The true story of Andersonville prison : a defense of Major Henry Wirz (1908)
By James Madison Page (6th Michigan Cavalry)
Reviewed by Keith Jones
I suppose some people just can’t be bought. Such appears to be the case with Lt. James Madison Page, formerly a sergeant in the 6th Michigan Cavalry in that little dust-up popularly called by the misnomer, “Civil War.” He wrote his remembrances forty years after being an inmate at one of the worst places on planet Earth to have spent the year of 1864… and that applies whether you were an inmate or a guard, or for that matter the commandant.
You see, there is in human nature the tendency to not want to deal with anything more complicated than can be boiled down to one scapegoat. Such as blaming all the sins in American history on the Southern white male Christian – particularly those who participated in the Confederate army or government – and all the suffering in Camp Sumter at Andersonville on Major Henry Wirz. By doing this, all the rest are rescued from having to examine their own flawed souls. In the case of Andersonville, this saves Secretary of War Edwin M. Stanton and the federal government from the part they played by halting the prisoner exchanges. It saves the prison gangs that preyed on the weak among their own people – beating, robbing and sometimes even murdering their fellow Union prisoners – from being examined by history. It saves the Lincoln administration from sharing the blame for the privations suffered throughout the South due to the blockade. As a result the entire South suffered from lack of food and clothing. If an entire nation is suffering, how can it be expected that their prisoners will fare any better? Page did not particularly like Gen. John Winder, the commander of the entire fort and therefore the commanding officer over then Captain Henry Wirz, but Page did not even blame Winder for the shortages. He understood that one cannot give you what he does not have.
It is part of the human condition that most people want to be seen as being on the “right side” of an issue, therefore probably 90% of our species will jump on a popular bandwagon. Such was the case following the war with Andersonville. Through this book we discover that Jim Page was willing to be among the 10% that would tell the truth even when it was not popular.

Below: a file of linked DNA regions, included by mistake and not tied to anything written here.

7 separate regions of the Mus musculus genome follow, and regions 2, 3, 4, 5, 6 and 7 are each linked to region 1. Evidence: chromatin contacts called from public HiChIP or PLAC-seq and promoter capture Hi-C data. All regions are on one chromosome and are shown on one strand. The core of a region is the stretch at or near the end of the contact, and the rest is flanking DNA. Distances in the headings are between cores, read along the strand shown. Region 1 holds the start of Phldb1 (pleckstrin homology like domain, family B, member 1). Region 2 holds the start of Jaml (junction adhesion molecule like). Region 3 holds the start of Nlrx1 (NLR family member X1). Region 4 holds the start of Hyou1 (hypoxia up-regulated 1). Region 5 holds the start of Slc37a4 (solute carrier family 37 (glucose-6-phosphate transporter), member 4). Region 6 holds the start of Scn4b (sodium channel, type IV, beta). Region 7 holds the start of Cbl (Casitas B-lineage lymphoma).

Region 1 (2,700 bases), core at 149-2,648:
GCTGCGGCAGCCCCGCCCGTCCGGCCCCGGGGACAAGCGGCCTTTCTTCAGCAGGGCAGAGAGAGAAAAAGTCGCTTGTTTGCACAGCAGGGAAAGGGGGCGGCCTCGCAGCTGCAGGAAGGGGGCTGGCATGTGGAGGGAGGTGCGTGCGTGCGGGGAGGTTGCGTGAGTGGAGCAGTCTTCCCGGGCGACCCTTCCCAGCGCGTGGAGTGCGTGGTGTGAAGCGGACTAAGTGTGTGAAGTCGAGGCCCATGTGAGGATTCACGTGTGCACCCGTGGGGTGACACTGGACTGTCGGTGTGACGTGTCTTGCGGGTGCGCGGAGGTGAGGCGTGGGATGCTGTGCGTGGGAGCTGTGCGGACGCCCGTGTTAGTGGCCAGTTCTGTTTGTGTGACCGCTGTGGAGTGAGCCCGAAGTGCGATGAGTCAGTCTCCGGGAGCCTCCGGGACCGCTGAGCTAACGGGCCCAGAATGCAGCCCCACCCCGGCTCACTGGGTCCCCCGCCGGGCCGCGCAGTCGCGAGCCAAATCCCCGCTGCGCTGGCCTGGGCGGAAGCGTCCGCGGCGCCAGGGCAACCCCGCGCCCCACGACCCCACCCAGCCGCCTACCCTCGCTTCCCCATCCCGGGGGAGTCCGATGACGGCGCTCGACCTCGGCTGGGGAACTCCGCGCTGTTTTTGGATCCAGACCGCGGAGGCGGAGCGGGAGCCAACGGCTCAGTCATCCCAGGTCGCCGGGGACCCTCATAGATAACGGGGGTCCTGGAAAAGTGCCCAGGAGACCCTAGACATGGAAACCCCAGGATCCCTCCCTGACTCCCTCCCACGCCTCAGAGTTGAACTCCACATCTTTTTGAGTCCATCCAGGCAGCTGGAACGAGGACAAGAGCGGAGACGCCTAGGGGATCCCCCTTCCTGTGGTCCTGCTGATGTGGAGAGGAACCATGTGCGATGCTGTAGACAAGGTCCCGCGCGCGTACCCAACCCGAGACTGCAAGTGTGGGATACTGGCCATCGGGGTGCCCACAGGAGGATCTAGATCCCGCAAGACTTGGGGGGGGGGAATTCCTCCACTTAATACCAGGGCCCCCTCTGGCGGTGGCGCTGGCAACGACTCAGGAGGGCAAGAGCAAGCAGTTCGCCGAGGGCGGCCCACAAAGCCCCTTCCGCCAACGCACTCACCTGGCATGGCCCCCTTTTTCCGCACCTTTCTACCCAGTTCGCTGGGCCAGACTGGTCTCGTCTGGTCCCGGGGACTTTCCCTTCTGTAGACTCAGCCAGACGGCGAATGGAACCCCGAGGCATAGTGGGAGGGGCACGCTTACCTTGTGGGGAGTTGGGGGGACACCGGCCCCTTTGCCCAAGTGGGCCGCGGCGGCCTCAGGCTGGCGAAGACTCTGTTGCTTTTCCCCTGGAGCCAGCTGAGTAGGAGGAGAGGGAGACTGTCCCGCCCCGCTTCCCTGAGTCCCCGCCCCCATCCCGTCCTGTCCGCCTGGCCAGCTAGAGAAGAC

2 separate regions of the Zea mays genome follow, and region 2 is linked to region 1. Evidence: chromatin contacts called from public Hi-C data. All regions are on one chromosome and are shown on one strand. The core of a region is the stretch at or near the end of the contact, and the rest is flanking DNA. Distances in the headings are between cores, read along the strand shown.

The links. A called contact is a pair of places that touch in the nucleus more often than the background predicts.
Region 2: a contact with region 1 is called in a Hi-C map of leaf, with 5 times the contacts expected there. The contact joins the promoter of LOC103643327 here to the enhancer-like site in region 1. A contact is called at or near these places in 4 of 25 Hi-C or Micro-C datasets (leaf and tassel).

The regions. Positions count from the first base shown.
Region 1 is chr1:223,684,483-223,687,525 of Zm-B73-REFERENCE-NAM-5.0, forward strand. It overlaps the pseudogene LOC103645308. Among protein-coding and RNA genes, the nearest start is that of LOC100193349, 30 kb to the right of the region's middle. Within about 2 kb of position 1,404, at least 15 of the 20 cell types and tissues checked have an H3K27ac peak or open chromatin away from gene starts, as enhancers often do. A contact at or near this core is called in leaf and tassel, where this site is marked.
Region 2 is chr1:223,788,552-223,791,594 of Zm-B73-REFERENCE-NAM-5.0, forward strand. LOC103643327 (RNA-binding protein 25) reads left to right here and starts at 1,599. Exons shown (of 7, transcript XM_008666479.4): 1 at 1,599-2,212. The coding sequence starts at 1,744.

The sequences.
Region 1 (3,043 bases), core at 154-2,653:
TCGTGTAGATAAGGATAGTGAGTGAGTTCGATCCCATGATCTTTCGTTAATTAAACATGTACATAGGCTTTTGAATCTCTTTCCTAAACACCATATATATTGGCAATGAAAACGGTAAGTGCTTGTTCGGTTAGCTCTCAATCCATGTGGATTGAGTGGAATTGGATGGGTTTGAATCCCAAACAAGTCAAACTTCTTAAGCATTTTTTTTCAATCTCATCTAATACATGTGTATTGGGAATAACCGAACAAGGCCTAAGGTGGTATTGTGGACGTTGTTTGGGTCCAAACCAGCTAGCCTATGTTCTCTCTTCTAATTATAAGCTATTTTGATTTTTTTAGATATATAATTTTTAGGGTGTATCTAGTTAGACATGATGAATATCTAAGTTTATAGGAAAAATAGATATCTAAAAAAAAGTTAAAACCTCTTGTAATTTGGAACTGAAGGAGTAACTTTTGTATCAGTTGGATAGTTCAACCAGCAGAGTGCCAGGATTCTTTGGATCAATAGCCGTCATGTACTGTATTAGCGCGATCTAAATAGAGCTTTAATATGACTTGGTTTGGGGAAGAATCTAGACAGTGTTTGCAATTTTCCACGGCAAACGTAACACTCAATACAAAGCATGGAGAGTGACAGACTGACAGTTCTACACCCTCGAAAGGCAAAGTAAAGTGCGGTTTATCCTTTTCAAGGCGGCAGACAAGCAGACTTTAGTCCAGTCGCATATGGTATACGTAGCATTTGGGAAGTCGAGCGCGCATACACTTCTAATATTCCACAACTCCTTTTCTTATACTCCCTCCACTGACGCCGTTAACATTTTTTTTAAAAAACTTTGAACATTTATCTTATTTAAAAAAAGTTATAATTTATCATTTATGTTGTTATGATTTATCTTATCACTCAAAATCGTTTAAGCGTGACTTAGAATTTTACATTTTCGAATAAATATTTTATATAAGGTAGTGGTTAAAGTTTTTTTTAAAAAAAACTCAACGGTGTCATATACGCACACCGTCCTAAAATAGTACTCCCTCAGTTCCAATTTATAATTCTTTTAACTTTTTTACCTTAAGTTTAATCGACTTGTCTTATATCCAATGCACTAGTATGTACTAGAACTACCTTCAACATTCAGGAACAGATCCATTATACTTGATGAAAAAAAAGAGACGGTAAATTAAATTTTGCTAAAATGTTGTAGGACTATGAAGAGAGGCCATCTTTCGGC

The heads of the federal government wanted nothing more than to be able to put a noose around the necks of Jefferson Davis and Robert E. Lee. Anyone who has watched either police dramas or documentaries knows that the best way to reach someone at the top is to pin everything on someone in the middle and offer him a way out by selling out your real target, whether true or not. Such was the case with Henry Wirz. Wirz was offered the opportunity remove the rope from his own neck and place it on the necks of Davis and Lee by saying that the high death rate at Andersonville was coordinated from the very top. Wirz refused to do this.
In this book Page, a genuine Union war hero and eye witness to most of what went on there, gives the unvarnished and full account of life in Andersonville. Although it is convenient to blame the commandant of such a hellish place, he aviods doing this. You see, Jim Page often served as the emissary for his group of prisoners to Wirz. He was terrified the first time he was sent forward to speak on behalf of his group, but quickly discovered that Wirz was not the monster that those who did not know him feared, instead in Wirz he found a man almost as much a prisoner of his own position as they were of theirs. Wirz often went out of his way to help Page and other prisoners, but so often there was little he could do. Nonetheless, the northern people cried out for punishment to satisfy their bloodlust against the South and someone had to pay. Wirz was the designated sacrifice selected to fill this role.
James Madison Page sums it best in one of his opening statements, “I have never seen a pretty jail any more than I have seen a pretty coffin.” Prison is never a good place to be, no matter what type it is nor why you are there. If you want to know the truth about Andersonville, read this book.